Years of Teaching Series: Teach for America Institute in the Mississippi Delta

Due to having a pretty free day (I'll be paying for it during my Sunday workday), I decided to continue with some blog writing. Now I know everyone would prefer to hear about excerpts from the travelblog, but I felt that I needed to write this piece.  Writing this post will help move back to the travelblogs, but also ahead with the Years of Teaching Series.

First Teaching Experience: Teach for America Institute - A month and a half in the Mississippi Delta

Where to begin about my time in Mississippi? My time in the Delta was just about the most humbling experience I ever had especially coming from California.  After being double wait-listed, about 40 future Houstonian TFA corps members had to be transferred to the Delta institute which was quite a bit of hell I must say.  We had to wake up earlier (which meant sleeping earlier and working less), take longer trips to our schools, have terrible cafeteria food, deal with huge mosquitoes and a 110 heat index, and some enjoy a bizarre college campus (Delta State University - home of the fighting Okra).  It was quite rough and I'm a bit unsure how people manage to live there their whole lives in southern country.

Which leads me to discuss the Delta a bit further as basically 3rd world America... you haven't seen poverty that has never seen wealth until you go there. As such, it would cost more to demolish buildings than to keep them closed forever and with no industry, I'm not sure what future lies ahead for the children besides getting out. Sure it's the home of BB King (saw him live!) and Morgan Freeman - a couple people journeyed to that Clarksdale juke joint with strange toilets called Ground Zero, and we all did get away to Memphis BBQ (overrated) and Beale Street for the 4th of July.
Around the campus of Delta State University, there were a couple of modern establishments like Lost Dog Pizza and a couple of bars. The bars almost deserve their own barhop but Hey Joe's - a hipster bar with PBR, arcades, bottle chandeliers, and country music trivia - Warehouse - a bar that held LGBT soirees and a far too fancy cocktails - The Pickled Okra - All bottom shelf alcohol and a DJ that went into a cover band late night? - and lastly, Backdraft - A bar that funded the local fire department....also they all close at midnight, Mississippi curfew.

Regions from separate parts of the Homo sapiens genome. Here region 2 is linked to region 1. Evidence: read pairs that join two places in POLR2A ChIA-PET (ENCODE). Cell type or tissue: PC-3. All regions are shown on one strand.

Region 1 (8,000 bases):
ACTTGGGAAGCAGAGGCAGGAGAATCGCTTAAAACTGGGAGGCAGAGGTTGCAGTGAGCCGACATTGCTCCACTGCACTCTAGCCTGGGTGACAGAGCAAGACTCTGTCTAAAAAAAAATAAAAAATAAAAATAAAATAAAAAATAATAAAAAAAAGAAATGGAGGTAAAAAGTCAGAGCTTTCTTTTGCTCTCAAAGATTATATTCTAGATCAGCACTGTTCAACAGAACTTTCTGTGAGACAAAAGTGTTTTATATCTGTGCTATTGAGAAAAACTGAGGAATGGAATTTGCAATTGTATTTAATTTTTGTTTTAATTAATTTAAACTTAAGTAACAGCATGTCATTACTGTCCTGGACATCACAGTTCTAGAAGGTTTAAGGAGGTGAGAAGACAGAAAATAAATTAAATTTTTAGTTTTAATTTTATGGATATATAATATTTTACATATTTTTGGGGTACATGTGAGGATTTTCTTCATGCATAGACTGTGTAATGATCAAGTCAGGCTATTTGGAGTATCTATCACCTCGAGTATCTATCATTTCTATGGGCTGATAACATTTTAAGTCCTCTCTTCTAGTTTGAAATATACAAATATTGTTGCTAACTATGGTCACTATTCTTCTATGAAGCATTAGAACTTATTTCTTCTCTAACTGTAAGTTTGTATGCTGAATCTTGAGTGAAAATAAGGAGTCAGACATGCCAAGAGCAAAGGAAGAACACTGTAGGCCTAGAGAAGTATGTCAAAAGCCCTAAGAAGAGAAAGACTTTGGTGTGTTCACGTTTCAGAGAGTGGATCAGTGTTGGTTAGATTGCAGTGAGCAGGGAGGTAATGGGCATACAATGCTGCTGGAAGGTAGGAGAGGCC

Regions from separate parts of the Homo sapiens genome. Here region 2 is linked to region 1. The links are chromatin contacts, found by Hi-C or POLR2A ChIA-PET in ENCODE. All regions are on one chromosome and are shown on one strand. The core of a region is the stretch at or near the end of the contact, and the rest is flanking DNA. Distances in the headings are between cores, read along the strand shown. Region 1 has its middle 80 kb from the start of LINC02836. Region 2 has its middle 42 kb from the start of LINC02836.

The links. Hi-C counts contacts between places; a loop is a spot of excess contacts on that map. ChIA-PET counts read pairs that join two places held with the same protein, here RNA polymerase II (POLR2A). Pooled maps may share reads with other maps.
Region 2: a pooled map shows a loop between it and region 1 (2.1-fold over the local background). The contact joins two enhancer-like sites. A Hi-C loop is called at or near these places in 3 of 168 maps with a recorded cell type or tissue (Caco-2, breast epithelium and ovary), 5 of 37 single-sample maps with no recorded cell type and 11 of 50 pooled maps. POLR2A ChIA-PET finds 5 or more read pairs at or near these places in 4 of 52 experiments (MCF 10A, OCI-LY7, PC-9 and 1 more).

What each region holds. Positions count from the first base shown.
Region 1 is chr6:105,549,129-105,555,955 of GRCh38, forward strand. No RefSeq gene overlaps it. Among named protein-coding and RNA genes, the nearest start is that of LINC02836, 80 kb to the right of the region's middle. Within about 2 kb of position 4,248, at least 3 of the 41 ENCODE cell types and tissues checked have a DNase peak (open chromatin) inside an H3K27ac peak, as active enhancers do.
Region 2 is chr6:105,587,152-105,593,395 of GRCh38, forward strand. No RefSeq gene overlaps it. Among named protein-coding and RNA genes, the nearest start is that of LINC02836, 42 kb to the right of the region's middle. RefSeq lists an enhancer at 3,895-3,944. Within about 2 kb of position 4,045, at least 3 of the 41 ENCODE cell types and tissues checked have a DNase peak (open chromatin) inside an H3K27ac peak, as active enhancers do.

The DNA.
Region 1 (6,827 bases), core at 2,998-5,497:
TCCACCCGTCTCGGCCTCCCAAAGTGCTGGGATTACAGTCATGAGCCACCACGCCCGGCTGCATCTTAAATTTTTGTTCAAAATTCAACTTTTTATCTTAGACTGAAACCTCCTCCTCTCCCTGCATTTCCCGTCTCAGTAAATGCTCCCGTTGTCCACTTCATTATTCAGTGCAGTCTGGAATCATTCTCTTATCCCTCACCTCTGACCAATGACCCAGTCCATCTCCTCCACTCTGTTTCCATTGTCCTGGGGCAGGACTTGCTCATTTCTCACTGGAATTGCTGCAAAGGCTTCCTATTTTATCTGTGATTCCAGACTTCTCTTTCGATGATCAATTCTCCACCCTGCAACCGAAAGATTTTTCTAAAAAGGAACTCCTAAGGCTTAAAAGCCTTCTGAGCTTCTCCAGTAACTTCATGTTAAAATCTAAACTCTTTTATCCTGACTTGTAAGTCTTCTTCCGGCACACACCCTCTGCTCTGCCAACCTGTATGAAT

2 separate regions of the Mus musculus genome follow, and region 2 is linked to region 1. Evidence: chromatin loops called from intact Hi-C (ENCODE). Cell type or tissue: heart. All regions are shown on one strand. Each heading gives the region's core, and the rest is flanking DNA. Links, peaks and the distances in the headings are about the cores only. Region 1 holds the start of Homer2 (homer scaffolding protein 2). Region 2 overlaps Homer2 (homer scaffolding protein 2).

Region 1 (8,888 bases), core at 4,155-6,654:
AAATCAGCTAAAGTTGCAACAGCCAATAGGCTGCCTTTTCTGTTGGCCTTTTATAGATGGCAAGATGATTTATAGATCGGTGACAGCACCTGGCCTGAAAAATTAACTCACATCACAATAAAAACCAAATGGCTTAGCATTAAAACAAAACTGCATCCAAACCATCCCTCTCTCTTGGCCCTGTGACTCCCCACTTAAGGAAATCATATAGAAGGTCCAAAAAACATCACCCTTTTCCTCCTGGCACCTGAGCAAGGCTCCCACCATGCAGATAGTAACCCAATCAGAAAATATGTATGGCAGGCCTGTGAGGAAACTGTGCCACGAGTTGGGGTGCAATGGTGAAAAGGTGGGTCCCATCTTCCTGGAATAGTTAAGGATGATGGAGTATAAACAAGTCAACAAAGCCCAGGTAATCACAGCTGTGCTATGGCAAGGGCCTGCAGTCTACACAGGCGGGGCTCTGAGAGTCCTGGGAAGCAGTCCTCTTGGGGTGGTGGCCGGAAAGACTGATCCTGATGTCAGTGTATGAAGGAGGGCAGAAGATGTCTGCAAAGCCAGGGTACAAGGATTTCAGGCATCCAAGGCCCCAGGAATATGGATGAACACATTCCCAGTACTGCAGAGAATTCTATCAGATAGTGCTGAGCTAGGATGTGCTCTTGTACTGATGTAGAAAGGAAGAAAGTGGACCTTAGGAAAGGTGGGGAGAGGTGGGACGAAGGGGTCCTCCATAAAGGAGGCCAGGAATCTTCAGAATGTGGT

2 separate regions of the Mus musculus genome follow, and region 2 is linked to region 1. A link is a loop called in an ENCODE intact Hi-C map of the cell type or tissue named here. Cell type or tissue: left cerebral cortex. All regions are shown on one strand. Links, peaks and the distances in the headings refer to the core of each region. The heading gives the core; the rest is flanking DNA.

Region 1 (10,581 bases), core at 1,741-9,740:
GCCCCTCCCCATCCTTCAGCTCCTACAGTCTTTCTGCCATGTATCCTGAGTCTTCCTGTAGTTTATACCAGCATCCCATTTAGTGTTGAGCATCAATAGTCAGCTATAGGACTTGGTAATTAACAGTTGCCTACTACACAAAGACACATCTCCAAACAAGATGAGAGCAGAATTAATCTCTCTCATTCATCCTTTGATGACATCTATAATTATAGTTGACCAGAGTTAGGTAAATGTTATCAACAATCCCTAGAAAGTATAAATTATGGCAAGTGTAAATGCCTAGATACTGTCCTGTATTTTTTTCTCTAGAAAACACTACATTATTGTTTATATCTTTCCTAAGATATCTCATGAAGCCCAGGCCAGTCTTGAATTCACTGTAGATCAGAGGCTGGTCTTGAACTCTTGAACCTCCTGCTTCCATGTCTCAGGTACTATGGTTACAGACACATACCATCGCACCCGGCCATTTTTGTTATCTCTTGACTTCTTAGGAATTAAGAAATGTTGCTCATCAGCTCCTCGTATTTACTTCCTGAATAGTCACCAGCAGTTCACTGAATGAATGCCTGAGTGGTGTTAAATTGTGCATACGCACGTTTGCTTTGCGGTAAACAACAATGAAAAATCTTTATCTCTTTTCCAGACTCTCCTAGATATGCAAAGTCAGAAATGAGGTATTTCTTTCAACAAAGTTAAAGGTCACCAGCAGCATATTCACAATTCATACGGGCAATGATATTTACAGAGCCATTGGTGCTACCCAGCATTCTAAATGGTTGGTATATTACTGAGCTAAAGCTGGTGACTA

Living in the dorms for institute was hilarious with tons of hookups as peopler were desperate, terrible plumbing (that drainage),  strange mosquito repellant trucks, a big TV to watch the Lakers v. Celtics (in which Artest thanked his psychologist), big sports facilities, and the worst/best cafeteria ever. A word on the cafeteria: the salad bar was iceberg thrown together - poor vegetarians, fried chicken was available every meal, bizarre lunches, juice machine gambles (30% juice came out, the other 70% I don't know what it was), and cookies that were like crack (everybody took 4 extra). Also, the printing machines were crazy in how much people needed to make copies and print, which I handled by bringing a printer!

Moving along from this, I think TFA and I had an intriguing start as I'm always outspoken about my views on education whether it be Troy Camp, my own schools, TFA or Grad School. However, TFA soon got over their concerns when they saw me teach our small class of 9 hilarious kids in 3rd grade summer school. We had temper tantrums, moms our own age, respectful religious children, a kid who had to stand up to learn, but was very attached to me, a 9 year old who didn't know the alphabet, kids who might have insulted you (but you didn't understand a word), and one child who I have still tried to keep in contact with for years. As such, not only did I enjoy teaching, but I learned I wasn't half bad at it (thanks to TFA, my Corps Member Advisor, and the on site teacher). And while I hated it at first, including the mad dash to the Air Conditioned buses or watching the sunrise over who knows what, the Delta and more importantly a love of teaching would grow in me within the humidity and heat.

Lastly, I would find a great friendship with my roommate (and a few others) that even lasts today as we both live and hang out in NYC! The Delta was all humbling and learning as I knew the 40 of us would head back into the city of Houston and become far more hardened to see the lowest point of America (I think everyone should see this to know how flawed we really are) and know that we could make a difference there.